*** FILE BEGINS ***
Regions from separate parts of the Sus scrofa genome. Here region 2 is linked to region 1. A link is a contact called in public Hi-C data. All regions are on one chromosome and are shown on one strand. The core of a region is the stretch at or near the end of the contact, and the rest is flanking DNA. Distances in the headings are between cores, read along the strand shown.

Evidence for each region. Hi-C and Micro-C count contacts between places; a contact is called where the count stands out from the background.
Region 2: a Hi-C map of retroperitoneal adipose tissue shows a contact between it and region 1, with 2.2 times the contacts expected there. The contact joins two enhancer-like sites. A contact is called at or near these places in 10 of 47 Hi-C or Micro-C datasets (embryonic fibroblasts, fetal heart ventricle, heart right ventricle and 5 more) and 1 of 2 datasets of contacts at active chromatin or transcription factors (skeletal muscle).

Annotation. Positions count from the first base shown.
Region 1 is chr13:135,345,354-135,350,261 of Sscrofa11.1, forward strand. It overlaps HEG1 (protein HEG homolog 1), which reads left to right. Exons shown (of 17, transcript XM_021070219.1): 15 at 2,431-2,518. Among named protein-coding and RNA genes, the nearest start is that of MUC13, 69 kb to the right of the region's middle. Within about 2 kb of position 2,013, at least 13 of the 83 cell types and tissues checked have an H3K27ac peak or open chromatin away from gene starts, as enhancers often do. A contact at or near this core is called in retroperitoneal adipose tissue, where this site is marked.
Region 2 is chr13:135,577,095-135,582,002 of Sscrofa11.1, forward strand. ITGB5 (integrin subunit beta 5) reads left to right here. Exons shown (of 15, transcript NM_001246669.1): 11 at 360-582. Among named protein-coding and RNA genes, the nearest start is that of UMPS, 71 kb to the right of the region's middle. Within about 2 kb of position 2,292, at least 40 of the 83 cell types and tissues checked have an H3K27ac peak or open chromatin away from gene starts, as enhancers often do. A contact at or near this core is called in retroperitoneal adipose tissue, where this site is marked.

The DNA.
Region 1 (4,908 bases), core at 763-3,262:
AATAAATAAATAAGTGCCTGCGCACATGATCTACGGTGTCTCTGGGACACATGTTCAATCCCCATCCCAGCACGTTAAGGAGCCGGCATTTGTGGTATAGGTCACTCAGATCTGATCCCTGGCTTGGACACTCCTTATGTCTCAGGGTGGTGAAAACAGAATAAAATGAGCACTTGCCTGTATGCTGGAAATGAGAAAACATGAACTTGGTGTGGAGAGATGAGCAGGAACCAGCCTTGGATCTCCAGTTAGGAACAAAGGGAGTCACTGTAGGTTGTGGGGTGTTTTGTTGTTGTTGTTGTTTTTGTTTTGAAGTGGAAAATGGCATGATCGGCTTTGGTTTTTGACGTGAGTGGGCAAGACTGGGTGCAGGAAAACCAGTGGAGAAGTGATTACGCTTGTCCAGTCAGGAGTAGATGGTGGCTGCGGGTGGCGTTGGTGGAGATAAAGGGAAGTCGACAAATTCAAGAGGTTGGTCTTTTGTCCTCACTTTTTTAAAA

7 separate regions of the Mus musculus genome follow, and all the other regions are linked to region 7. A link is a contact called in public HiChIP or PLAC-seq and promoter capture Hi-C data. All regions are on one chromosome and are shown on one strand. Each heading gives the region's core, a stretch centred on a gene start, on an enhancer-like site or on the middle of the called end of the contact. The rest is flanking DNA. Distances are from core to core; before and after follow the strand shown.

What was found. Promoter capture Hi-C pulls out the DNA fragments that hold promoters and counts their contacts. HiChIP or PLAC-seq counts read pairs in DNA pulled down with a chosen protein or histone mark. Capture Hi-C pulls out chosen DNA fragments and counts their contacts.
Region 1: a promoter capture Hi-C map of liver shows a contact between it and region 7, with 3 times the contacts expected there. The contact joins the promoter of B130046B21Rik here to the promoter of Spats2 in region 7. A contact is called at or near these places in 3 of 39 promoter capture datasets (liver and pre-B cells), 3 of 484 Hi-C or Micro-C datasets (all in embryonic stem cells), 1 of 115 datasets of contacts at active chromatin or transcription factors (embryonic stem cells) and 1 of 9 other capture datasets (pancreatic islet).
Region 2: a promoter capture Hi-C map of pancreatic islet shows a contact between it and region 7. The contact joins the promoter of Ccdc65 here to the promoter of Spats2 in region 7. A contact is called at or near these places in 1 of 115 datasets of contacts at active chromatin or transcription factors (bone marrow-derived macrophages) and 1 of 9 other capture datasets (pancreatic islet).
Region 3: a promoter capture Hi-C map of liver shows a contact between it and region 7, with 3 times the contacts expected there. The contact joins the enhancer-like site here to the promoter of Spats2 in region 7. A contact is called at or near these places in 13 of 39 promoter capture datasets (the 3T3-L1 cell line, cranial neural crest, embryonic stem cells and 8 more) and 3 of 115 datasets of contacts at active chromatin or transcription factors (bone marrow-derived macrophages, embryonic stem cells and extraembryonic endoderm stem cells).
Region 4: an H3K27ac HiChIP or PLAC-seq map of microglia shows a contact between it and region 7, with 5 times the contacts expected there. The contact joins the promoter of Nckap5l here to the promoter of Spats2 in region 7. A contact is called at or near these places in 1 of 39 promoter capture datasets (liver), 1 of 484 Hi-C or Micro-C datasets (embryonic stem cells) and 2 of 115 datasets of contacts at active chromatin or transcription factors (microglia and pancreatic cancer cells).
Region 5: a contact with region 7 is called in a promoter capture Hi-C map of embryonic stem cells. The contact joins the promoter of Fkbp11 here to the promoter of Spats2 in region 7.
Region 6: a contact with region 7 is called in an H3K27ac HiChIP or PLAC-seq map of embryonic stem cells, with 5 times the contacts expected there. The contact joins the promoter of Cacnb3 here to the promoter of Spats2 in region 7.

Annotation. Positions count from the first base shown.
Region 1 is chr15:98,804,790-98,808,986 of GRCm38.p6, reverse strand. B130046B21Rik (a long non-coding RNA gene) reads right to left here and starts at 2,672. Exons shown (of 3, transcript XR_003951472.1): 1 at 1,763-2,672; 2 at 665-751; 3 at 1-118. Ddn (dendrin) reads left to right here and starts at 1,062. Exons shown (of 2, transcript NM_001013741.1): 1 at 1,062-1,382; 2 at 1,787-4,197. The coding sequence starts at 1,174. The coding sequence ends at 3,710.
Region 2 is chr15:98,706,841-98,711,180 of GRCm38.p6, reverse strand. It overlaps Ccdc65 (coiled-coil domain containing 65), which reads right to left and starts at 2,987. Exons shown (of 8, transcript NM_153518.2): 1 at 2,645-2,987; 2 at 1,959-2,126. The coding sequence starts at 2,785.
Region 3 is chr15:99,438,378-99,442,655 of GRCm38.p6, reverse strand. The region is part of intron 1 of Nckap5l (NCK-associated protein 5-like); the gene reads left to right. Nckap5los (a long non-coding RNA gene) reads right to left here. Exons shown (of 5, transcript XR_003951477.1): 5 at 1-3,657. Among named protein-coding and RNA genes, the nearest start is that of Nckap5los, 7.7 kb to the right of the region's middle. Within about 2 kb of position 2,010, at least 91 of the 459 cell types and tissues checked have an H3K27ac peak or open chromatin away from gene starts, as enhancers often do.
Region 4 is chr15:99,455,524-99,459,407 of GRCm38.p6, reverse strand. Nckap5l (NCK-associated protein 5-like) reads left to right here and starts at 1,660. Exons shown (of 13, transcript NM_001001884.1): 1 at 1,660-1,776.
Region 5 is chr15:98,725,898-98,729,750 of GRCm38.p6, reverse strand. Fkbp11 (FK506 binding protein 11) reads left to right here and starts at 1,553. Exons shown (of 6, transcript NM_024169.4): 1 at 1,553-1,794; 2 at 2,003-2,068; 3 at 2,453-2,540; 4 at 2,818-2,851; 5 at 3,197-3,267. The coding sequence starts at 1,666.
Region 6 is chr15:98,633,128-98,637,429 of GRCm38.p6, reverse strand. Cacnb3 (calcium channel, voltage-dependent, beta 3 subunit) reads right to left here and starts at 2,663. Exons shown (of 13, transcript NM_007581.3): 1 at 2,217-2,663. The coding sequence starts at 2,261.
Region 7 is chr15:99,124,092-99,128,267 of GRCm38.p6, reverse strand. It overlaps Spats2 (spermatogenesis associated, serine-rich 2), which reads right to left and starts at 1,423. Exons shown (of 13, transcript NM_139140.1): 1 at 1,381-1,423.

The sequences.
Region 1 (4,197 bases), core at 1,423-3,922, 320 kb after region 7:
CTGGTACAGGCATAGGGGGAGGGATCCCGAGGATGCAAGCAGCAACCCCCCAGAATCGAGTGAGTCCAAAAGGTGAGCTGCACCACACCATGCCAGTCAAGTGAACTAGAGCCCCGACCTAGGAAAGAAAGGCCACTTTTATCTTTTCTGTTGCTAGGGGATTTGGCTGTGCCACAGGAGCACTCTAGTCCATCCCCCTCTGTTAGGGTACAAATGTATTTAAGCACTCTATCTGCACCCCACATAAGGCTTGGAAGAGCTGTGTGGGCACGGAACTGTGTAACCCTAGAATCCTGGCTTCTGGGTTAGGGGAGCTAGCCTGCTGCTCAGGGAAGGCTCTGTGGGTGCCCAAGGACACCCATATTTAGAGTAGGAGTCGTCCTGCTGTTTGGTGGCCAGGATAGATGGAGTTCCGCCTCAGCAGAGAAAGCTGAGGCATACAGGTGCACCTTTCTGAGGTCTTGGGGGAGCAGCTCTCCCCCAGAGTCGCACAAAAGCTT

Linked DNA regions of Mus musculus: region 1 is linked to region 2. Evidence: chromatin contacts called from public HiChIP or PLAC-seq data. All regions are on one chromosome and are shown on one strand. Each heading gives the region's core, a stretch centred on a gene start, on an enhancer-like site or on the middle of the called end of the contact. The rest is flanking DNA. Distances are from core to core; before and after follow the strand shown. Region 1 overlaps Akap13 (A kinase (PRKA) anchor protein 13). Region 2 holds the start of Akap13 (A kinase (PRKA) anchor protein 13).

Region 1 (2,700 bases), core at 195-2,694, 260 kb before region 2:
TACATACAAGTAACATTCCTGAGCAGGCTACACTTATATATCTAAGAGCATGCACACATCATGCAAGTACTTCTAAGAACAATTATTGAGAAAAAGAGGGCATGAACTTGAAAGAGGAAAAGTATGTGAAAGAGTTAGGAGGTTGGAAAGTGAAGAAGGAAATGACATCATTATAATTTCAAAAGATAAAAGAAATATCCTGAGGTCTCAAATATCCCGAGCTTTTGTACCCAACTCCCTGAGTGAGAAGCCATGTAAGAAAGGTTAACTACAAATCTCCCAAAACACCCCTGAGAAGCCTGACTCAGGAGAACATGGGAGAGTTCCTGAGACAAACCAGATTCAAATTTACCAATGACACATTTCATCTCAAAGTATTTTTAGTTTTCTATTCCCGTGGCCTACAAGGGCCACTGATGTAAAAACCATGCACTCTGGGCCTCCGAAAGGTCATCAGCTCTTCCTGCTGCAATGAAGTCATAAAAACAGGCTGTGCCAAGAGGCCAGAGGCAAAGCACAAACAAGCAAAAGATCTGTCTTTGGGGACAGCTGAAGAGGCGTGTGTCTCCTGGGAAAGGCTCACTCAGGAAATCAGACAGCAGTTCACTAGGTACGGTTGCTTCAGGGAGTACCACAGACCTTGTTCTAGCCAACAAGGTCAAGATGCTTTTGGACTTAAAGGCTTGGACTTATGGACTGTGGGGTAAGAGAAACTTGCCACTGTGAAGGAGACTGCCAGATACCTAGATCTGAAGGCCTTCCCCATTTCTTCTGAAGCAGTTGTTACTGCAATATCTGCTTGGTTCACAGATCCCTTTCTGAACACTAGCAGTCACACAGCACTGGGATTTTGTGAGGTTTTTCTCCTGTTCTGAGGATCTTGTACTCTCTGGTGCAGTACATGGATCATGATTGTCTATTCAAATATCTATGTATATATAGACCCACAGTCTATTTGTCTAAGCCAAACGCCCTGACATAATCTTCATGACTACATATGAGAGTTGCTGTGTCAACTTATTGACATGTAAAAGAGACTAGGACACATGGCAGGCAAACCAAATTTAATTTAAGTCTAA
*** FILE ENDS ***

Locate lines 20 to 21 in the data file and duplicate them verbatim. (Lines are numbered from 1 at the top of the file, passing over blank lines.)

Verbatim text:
Region 2 is chr15:98,706,841-98,711,180 of GRCm38.p6, reverse strand. It overlaps Ccdc65 (coiled-coil domain containing 65), which reads right to left and starts at 2,987. Exons shown (of 8, transcript NM_153518.2): 1 at 2,645-2,987; 2 at 1,959-2,126. The coding sequence starts at 2,785.
Region 3 is chr15:99,438,378-99,442,655 of GRCm38.p6, reverse strand. The region is part of intron 1 of Nckap5l (NCK-associated protein 5-like); the gene reads left to right. Nckap5los (a long non-coding RNA gene) reads right to left here. Exons shown (of 5, transcript XR_003951477.1): 5 at 1-3,657. Among named protein-coding and RNA genes, the nearest start is that of Nckap5los, 7.7 kb to the right of the region's middle. Within about 2 kb of position 2,010, at least 91 of the 459 cell types and tissues checked have an H3K27ac peak or open chromatin away from gene starts, as enhancers often do.